Debates, Resources



Delivered at the Preliminaries, Daring Debates Africa. 2020

The development of technology over the years is one that has brought wonder to the faces of man and the dynamism of it is one that has brought the incorporation of intelligent individuals, reputable institutions, to make the world an easier place to live in. However, with the emerging technologies that we have, things have gone down the drain as the adverse effect of these technologies tell on the survival of man and his environment. No wonder Alan Eddison said that “modern technology owes ecology an apology”. However, despite the problems these technologies have brought to us, one thing that is certain is that technology will take us out of it. 

According to the President of the Environmental Defense Fund, Fred Krupp, human-made methane emissions – a greenhouse gas that is released during natural gas production and distribution – are responsible for a quarter of all the warming we’re experiencing today of which one of its largest sources is the oil and gas industry. Similarly, according to the International Energy Agency (IEA) in 2018, oil and gas methane emissions are about 75 million metric tons worldwide, an amount of gas enough to generate all of Africa’s electricity twice over. This is a serious challenge posed by the energy industry through the use of technology. However, there is a solution, using technology. For Instance, the Environmental Defense Fund, in an article published by the World Economic Forum in 2018, stated their partnership with Shell, Stanford University and ExxonMobil to look at mobile detection technologies and as well launch a Methane Satellite mission by 2021 that can be used be used to map and measure human-made emissions globally, to ensure a 45% reduction by 2025 and aim to virtually eliminate the industry’s methane emissions by 2050. Hence, if technology has led us to this problem, definitely, technology can also take us out of it. 

At a time when global emissions need to be going down, transport emissions are on the rise. For example, according to the data provided by climate watch, an online platform that provides open climate data for policymakers and researchers, the transport sector in the U.S. surpassed the electric power industry as the greatest emitter of greenhouse gases in 2016. Also, according to the Intergovernmental Panel on Climate Change (IPCC) in 2018, around 25% of the total greenhouse gas emissions worldwide are produced by the transport sector. Therefore, to solve this problem, the decarbonization of the transportation sector comes to mind by producing electric vehicles which would replace fossil driven vehicles and according to the International Energy Agency in June 2020, More than 14 countries around the world have proposed banning the sale of passenger vehicles powered by fossil fuels. This, thus, helps lessen further negative impacts of transport such as energy consumption, space requirements and noise emissions. Hence, if technology has led us to this problem, definitely, technology can also take us out of it.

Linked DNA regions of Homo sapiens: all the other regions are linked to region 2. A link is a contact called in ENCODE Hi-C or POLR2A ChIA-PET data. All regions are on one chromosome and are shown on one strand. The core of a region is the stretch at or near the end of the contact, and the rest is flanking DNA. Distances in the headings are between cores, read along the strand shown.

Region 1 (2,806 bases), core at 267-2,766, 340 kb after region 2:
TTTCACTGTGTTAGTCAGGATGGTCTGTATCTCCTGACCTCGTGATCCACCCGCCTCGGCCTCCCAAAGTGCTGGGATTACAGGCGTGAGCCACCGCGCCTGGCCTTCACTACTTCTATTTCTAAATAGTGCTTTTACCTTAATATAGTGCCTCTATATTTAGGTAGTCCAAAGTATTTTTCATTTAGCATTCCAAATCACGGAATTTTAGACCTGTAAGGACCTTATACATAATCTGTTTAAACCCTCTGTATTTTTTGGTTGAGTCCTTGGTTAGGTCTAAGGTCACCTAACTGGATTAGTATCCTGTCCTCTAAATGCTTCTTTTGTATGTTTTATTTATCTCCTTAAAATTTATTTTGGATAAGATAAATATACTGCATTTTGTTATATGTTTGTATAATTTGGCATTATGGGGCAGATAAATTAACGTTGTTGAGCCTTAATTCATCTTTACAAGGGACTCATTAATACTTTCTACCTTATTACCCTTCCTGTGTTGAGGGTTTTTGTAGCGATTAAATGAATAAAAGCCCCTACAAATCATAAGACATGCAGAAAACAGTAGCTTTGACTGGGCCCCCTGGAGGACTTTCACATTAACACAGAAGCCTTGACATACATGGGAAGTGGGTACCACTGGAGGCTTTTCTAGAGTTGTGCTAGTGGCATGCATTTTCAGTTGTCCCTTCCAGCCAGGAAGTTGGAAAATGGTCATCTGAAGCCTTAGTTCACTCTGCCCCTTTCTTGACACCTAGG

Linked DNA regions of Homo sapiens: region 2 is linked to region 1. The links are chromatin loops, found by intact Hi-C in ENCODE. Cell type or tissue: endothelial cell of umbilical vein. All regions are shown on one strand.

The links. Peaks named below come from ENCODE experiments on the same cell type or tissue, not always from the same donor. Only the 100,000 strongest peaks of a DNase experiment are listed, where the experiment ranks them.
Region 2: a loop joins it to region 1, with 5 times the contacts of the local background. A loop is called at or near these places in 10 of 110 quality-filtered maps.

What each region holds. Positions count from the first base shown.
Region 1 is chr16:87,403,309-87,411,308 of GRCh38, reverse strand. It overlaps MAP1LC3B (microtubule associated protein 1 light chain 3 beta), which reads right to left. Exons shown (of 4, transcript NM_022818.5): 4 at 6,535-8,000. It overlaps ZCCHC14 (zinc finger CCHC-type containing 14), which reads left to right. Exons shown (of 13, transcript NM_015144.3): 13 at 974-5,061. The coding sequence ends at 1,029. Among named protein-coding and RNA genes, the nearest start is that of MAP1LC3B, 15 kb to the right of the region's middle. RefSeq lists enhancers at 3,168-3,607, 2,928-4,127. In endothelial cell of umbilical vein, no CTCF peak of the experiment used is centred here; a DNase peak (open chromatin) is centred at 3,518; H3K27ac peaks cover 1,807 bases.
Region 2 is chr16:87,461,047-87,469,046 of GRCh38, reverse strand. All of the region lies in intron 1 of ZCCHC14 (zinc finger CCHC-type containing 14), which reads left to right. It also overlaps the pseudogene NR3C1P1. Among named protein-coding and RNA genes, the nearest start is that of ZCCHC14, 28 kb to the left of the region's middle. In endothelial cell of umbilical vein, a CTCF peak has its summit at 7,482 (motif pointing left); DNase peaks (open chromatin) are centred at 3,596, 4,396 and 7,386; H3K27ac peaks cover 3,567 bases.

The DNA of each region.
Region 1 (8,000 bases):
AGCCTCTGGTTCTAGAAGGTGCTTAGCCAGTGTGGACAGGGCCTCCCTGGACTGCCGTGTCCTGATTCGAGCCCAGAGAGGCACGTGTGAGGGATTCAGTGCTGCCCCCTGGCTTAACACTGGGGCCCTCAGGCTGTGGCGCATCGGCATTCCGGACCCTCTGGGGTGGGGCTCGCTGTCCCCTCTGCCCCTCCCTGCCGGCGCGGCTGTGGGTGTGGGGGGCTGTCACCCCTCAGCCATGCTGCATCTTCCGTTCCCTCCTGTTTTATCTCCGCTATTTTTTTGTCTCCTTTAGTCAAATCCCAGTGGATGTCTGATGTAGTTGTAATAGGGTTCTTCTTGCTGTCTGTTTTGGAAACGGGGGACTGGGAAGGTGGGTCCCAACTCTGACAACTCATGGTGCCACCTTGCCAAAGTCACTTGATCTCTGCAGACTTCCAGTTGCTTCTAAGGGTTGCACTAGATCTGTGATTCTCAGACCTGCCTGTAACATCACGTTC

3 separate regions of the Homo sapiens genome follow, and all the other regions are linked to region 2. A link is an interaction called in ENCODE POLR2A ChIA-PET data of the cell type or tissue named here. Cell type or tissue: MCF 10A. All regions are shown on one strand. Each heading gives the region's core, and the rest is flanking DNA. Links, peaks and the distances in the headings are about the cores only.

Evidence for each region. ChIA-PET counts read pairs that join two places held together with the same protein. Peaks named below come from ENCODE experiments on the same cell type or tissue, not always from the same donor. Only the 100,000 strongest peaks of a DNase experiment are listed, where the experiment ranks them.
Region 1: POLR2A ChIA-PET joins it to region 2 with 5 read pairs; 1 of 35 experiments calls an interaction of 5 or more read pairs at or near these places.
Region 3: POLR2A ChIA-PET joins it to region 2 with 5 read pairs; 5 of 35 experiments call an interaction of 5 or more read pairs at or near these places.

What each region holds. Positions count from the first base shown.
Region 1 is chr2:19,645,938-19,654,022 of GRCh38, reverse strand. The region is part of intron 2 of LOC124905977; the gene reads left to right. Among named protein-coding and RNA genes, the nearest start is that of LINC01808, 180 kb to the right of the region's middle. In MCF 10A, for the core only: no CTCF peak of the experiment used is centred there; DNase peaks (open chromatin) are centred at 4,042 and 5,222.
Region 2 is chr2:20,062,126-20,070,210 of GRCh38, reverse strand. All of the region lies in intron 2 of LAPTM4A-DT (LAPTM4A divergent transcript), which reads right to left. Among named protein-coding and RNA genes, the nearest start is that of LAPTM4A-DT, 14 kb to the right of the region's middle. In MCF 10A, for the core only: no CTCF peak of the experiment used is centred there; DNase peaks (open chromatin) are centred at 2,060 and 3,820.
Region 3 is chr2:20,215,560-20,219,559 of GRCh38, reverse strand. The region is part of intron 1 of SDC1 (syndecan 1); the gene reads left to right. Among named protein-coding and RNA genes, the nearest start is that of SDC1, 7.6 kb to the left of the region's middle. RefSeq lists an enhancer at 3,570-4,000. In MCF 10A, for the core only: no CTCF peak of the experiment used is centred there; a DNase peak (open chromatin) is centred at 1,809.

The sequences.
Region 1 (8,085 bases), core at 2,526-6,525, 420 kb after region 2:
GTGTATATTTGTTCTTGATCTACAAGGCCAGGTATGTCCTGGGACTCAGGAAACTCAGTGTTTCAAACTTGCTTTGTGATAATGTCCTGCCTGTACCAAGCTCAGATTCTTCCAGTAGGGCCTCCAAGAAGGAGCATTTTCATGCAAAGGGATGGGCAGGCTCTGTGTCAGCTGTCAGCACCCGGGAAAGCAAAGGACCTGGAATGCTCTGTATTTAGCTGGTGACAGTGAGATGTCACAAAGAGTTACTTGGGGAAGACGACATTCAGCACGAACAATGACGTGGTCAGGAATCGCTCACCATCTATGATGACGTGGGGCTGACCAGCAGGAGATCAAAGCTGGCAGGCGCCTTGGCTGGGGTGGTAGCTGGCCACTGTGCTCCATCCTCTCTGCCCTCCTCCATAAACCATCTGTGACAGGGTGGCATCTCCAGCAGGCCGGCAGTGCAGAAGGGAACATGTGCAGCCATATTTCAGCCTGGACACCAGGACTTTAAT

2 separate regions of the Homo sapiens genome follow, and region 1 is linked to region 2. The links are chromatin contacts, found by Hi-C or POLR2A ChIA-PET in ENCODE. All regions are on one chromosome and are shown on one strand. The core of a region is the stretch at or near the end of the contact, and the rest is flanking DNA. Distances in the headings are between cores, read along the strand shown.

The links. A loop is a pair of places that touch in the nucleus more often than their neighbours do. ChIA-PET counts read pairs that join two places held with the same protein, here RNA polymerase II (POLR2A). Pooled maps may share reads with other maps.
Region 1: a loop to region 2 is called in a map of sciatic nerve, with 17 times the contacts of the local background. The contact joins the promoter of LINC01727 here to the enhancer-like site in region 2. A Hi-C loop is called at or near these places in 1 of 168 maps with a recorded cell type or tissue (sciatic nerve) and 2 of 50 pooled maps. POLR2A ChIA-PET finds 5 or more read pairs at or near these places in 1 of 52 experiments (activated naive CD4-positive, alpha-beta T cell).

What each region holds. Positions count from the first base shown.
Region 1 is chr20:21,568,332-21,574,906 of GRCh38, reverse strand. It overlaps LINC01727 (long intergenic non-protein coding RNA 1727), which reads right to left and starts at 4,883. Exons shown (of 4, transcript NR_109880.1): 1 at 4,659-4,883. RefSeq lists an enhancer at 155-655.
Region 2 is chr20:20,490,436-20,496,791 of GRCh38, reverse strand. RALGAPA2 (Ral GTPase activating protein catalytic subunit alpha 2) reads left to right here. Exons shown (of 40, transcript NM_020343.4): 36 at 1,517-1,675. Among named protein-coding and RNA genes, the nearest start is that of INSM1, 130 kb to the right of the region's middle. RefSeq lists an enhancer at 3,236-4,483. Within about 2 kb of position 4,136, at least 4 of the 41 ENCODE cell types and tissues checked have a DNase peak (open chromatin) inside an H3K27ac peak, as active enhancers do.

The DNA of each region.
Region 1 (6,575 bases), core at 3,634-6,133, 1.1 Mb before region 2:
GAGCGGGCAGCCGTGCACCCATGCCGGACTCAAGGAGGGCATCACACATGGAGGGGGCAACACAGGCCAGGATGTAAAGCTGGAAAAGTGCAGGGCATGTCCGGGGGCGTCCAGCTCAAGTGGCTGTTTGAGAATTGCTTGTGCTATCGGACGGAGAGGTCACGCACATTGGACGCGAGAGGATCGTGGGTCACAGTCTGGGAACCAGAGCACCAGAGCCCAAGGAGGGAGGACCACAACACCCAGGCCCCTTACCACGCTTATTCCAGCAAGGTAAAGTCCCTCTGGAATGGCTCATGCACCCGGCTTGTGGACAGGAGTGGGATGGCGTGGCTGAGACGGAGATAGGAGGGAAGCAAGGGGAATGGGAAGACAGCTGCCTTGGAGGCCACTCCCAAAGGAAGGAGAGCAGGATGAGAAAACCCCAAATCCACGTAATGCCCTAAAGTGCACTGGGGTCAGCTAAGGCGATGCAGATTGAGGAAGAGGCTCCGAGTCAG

The opposing side might claim that while technology might bring an end to this, climate change is happening more than climate technology is produced. However, what we need to establish is, right before the Industrial Revolution, the earth’s climate changed due to natural causes unrelated to human activity. And until the effect of human’s denigrating activities became evident, the need to produce counter-technology did not arise. Hence, you cannot judge the slowness of building new technological solutions as opposed to the fast increasing destructive nature of man through already built technologies. Remember, to destroy is much faster and easier than to build. 

Furthermore, according to the World Wide Fund for Nature in 2019, the world has witnessed a 60% decline in wildlife across land, sea and freshwater in just over 40 years. Same as the United Nations estimates that in the last 10 years, climate-related disasters have caused $1.4 trillion worth of damage worldwide. Despite the scary figures, we need to believe that with technology, we still can overcome this challenge. For instance, the World Wide Fund for Nature avowed its partnership with NASA’s Jet Propulsion Lab (JPL) and the University of California to develop an algorithm that enables the detection of deforestation from palm oil expansion using remote sensing data; Chinese government harnessing the power of Artificial Intelligence to help protect wild tigers and their habitats, while also protecting countless other species, helping carbon storage, vital watersheds and communities in the area. These are just evident examples from the numerous that exist. This just is to affirm that even if technology has led us to this problem, technology can also take us out of it. 

Finally, Just as technology is fundamentally changing the way we live, work, relate to one another and to the external world, it can similarly be regulated by the government by developing policies that will guide against the use of disruptive technologies that contribute to climate change. And until we take actionable steps, not minding the efforts it will cost to create these new technologies, we just continue to join hands in increasing the potency of a warm heart, uncontrollable flood and continuous environmental disasters that can almost make the earth unrecognizable. But as long as it is technology that has contributed more to this problem, it can definitely take us out.